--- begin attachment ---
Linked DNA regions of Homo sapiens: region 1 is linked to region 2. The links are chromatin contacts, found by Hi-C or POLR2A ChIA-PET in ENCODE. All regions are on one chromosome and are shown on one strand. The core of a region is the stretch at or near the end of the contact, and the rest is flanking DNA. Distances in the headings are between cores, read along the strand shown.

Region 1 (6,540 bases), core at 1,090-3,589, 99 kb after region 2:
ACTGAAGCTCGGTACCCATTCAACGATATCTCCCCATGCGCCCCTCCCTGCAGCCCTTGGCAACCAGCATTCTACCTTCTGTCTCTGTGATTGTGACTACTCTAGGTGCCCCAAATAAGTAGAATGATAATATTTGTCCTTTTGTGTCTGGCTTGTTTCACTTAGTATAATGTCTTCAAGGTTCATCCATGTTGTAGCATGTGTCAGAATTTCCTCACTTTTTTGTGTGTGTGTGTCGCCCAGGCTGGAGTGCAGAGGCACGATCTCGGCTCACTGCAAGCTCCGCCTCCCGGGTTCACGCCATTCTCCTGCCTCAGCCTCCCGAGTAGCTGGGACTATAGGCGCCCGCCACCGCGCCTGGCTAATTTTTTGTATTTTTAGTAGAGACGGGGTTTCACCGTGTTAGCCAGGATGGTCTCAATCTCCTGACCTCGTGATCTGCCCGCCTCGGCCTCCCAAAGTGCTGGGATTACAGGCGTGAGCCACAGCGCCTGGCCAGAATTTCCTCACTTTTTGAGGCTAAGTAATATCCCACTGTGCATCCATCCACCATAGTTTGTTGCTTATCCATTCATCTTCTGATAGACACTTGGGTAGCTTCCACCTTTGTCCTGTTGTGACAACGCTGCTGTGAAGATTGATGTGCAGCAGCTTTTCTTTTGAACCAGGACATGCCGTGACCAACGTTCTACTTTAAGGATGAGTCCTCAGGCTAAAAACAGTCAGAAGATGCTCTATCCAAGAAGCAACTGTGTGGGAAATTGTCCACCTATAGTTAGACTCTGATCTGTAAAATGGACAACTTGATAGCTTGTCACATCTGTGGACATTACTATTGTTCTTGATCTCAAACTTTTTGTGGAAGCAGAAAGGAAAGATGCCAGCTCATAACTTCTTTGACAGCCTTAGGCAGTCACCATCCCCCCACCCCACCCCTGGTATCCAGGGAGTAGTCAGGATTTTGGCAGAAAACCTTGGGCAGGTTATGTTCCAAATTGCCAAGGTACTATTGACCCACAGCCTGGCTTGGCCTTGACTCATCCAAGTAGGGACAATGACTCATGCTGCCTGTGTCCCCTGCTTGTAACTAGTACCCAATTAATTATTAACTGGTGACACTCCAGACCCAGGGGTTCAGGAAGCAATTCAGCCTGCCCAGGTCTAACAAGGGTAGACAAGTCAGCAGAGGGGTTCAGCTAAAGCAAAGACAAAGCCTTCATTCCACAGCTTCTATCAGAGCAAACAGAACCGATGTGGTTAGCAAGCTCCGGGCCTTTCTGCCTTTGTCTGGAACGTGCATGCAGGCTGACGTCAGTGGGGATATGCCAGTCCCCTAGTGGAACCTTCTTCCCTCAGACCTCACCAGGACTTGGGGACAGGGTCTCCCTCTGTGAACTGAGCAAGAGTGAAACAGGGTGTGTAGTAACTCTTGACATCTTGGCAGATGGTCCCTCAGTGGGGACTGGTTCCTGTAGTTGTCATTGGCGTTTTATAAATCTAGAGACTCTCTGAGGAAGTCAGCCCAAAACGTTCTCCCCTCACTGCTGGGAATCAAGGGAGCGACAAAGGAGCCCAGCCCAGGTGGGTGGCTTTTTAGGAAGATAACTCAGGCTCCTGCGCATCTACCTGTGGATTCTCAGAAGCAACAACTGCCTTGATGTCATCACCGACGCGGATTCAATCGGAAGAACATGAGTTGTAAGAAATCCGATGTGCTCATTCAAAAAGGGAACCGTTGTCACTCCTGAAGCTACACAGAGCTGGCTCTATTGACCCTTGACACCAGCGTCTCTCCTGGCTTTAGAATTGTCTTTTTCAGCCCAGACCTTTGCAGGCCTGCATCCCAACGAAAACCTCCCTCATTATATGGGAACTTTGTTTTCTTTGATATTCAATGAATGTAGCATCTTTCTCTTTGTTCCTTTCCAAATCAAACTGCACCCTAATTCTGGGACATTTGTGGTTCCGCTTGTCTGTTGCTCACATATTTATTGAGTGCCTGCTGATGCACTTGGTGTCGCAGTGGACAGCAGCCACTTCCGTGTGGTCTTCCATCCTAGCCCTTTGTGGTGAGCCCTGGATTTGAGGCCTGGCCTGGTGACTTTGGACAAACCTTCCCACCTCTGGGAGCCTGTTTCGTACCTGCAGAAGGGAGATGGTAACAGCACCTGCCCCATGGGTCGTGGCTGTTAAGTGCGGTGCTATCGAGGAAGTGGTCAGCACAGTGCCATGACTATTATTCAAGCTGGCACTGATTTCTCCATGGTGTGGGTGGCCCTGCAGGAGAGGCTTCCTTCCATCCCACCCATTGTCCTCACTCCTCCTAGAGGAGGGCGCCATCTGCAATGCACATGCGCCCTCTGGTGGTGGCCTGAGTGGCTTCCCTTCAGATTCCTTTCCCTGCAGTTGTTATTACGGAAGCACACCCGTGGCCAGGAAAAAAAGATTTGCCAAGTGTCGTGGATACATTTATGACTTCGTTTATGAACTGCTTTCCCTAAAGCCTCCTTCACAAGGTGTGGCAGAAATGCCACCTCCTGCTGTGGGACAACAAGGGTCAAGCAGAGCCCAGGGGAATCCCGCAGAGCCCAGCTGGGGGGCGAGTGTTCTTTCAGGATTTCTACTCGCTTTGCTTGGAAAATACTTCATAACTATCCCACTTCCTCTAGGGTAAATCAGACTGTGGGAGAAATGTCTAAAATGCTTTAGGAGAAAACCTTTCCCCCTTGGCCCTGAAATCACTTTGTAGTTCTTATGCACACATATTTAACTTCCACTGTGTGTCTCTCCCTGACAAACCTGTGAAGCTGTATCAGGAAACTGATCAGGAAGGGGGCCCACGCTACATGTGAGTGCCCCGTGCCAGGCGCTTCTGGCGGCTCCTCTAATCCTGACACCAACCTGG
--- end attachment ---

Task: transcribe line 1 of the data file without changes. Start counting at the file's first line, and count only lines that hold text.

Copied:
Linked DNA regions of Homo sapiens: region 1 is linked to region 2. The links are chromatin contacts, found by Hi-C or POLR2A ChIA-PET in ENCODE. All regions are on one chromosome and are shown on one strand. The core of a region is the stretch at or near the end of the contact, and the rest is flanking DNA. Distances in the headings are between cores, read along the strand shown.